Three Poems By April Salzano

Three Poems 

By April Salzano 

 

From Fiction This Memory

I woke in your arms, perfect

morning to sleep late, the sun

slipping through the blinds, our 2.5

children still asleep, each tucked in a 4

poster bed, covered in a Pottery Barn quilt,

their Ikea bookshelves alpha by author,

their toys neatly placed in labeled baskets.

It must have been Saturday because

you were not at your office job, the one

with the 9-5 schedule and opportunity

for advancement. The maid had baked

cinnamon rolls from scratch.

 

I woke alone, flawed

day to sleep in because the sun

hadn’t shown in weeks, blinds closed

to preserve every fragment of heat salvageable.

Our 2 children had been awake for an hour

and had already destroyed their room, tore

all the books off the shelves. The toys never

had a place to begin with. You were not

at your job, office or otherwise, because

you didn’t have one, had been fired for stealing

pain medications from the patients. In fact,

you didn’t even live with us anymore. You had

an affair and I threw you out, gaining custody

of everything without even asking.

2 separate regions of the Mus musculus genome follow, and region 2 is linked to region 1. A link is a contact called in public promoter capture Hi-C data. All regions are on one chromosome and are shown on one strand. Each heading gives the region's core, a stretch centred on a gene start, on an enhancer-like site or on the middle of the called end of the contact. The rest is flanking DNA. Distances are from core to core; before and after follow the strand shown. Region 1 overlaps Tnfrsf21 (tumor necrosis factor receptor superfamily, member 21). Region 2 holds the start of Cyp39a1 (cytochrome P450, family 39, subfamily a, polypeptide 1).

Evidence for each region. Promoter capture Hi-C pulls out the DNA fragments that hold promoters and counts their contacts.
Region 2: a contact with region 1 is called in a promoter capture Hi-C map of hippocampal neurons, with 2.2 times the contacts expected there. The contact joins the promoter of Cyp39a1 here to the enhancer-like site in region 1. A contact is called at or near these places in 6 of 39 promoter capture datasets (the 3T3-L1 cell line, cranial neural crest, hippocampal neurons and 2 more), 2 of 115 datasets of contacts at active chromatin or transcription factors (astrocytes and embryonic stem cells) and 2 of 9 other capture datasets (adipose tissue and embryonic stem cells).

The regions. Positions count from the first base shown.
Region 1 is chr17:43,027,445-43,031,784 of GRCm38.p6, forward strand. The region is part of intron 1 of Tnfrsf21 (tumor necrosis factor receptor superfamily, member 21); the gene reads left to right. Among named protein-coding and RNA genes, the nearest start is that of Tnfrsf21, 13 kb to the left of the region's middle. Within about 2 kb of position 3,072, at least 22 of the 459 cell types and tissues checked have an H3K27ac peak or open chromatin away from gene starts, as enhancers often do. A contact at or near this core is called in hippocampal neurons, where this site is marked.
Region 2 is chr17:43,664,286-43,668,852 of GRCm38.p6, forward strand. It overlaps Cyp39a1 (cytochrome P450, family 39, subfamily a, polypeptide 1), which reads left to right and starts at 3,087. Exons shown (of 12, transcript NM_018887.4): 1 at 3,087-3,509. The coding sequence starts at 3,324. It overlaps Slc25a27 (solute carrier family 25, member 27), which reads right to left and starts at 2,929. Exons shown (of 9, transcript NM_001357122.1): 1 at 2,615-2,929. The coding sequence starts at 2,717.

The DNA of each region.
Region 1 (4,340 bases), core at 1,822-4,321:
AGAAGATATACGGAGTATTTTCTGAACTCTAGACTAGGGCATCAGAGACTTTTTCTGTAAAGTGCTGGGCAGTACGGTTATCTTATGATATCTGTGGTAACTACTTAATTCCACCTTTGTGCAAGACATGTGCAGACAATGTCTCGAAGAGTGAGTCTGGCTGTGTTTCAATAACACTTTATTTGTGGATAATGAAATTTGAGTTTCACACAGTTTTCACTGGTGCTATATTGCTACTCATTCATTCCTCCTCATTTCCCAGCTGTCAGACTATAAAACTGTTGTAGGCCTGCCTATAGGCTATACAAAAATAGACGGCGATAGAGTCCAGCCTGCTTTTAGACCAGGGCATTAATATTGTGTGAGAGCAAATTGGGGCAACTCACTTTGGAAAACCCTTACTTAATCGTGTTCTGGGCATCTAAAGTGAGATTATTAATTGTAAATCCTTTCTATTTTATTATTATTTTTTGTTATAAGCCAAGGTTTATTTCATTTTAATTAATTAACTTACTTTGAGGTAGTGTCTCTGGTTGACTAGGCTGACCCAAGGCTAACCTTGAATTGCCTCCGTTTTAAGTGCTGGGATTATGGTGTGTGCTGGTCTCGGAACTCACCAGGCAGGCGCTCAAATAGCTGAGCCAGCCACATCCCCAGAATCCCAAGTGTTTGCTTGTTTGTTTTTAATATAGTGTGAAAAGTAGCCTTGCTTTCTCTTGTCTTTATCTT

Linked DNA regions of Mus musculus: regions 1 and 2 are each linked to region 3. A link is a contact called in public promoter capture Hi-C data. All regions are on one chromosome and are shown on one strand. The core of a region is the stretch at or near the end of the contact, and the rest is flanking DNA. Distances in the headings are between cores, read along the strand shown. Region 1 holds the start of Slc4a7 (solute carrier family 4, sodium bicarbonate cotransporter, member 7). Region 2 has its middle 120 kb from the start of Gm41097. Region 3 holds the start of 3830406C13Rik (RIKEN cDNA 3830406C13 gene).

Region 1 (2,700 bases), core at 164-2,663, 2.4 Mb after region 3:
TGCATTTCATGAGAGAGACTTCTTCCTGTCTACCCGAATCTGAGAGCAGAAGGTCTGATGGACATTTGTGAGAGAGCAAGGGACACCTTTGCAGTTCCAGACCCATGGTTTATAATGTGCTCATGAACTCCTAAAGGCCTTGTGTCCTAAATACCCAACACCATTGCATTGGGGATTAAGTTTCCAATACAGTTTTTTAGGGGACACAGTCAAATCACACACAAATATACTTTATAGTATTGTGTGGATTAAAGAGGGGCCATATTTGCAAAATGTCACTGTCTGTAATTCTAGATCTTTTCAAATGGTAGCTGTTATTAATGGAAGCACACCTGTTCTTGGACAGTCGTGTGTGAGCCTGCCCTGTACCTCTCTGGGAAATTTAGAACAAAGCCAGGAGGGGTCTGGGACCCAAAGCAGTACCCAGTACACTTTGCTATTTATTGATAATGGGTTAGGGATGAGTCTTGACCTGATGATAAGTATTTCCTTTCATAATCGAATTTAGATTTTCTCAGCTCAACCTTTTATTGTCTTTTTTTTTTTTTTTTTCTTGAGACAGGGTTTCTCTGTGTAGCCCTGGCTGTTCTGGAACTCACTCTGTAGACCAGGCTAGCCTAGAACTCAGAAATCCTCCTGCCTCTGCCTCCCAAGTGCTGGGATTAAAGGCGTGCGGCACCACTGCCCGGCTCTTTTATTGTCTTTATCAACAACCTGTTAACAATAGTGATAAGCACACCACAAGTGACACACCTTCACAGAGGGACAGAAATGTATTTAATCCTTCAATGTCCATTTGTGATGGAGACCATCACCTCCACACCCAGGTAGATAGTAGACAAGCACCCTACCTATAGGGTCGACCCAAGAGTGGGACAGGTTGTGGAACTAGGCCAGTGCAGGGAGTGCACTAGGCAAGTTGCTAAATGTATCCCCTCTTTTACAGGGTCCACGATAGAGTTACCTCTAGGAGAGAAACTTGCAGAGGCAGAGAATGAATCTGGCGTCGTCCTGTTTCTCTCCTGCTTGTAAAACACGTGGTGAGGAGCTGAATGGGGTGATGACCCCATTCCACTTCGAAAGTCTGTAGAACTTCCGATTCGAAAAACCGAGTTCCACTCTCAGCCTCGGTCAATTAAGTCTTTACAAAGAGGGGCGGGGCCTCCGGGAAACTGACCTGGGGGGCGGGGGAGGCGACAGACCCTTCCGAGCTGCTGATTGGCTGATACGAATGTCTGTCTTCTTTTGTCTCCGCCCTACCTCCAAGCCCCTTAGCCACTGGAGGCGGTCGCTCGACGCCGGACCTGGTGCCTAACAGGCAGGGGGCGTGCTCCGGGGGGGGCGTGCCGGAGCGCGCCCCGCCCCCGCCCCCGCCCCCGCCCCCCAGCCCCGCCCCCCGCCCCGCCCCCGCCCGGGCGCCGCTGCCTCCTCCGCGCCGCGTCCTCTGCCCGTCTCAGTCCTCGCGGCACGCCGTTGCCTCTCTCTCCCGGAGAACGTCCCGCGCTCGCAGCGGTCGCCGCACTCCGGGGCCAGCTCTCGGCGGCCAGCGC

On the English Moor

In my front yard in Pennsylvania,

mist of fog does not hang, it lays,

not heavy as it appears, not thick,

but a thin whisper, hinting

at what hides behind lace curtain.

I could part it with my hands,

travel into the blue. Moon,

low, shines a halo around herself,

a spotlight that does not break

through layers of precipitous smoke,

a special effect of morning,

the coming of May.

 

 

The Road to Stoned Road

begins with a lottery,

a number drawn, short stick’s end

given like a public inheritance.

Strange-turn-of-events-crowd-pleaser.

Appetite for the bizarre assuaged.

Guilty dirt manicures the whitest nails.

Victim is sited in for the prize.

With slingshot precision, road ends

with a stone to the head.

 

Filed under: Prose/Poetry, Submissions

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